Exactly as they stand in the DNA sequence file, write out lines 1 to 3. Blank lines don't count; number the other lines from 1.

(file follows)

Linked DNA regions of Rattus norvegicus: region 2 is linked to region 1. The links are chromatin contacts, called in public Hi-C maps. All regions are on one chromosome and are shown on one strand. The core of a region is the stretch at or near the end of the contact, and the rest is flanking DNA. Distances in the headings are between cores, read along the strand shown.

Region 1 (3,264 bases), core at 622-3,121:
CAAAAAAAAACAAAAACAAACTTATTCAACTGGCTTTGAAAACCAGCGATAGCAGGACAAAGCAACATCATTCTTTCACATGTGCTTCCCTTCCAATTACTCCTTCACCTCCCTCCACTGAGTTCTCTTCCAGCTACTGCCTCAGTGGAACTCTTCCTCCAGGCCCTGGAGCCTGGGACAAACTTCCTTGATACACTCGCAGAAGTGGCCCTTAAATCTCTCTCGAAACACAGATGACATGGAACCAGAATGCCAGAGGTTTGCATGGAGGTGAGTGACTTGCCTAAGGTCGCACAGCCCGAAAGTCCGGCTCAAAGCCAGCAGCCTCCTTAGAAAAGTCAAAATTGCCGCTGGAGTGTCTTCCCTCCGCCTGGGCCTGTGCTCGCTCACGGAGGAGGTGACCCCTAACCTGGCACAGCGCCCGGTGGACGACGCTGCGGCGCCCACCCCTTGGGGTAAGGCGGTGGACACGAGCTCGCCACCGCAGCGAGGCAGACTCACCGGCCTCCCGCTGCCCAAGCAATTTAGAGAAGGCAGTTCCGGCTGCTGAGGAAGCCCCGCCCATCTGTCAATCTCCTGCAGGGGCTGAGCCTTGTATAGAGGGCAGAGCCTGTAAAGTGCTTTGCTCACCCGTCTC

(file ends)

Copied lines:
Linked DNA regions of Rattus norvegicus: region 2 is linked to region 1. The links are chromatin contacts, called in public Hi-C maps. All regions are on one chromosome and are shown on one strand. The core of a region is the stretch at or near the end of the contact, and the rest is flanking DNA. Distances in the headings are between cores, read along the strand shown.

Region 1 (3,264 bases), core at 622-3,121:
CAAAAAAAAACAAAAACAAACTTATTCAACTGGCTTTGAAAACCAGCGATAGCAGGACAAAGCAACATCATTCTTTCACATGTGCTTCCCTTCCAATTACTCCTTCACCTCCCTCCACTGAGTTCTCTTCCAGCTACTGCCTCAGTGGAACTCTTCCTCCAGGCCCTGGAGCCTGGGACAAACTTCCTTGATACACTCGCAGAAGTGGCCCTTAAATCTCTCTCGAAACACAGATGACATGGAACCAGAATGCCAGAGGTTTGCATGGAGGTGAGTGACTTGCCTAAGGTCGCACAGCCCGAAAGTCCGGCTCAAAGCCAGCAGCCTCCTTAGAAAAGTCAAAATTGCCGCTGGAGTGTCTTCCCTCCGCCTGGGCCTGTGCTCGCTCACGGAGGAGGTGACCCCTAACCTGGCACAGCGCCCGGTGGACGACGCTGCGGCGCCCACCCCTTGGGGTAAGGCGGTGGACACGAGCTCGCCACCGCAGCGAGGCAGACTCACCGGCCTCCCGCTGCCCAAGCAATTTAGAGAAGGCAGTTCCGGCTGCTGAGGAAGCCCCGCCCATCTGTCAATCTCCTGCAGGGGCTGAGCCTTGTATAGAGGGCAGAGCCTGTAAAGTGCTTTGCTCACCCGTCTC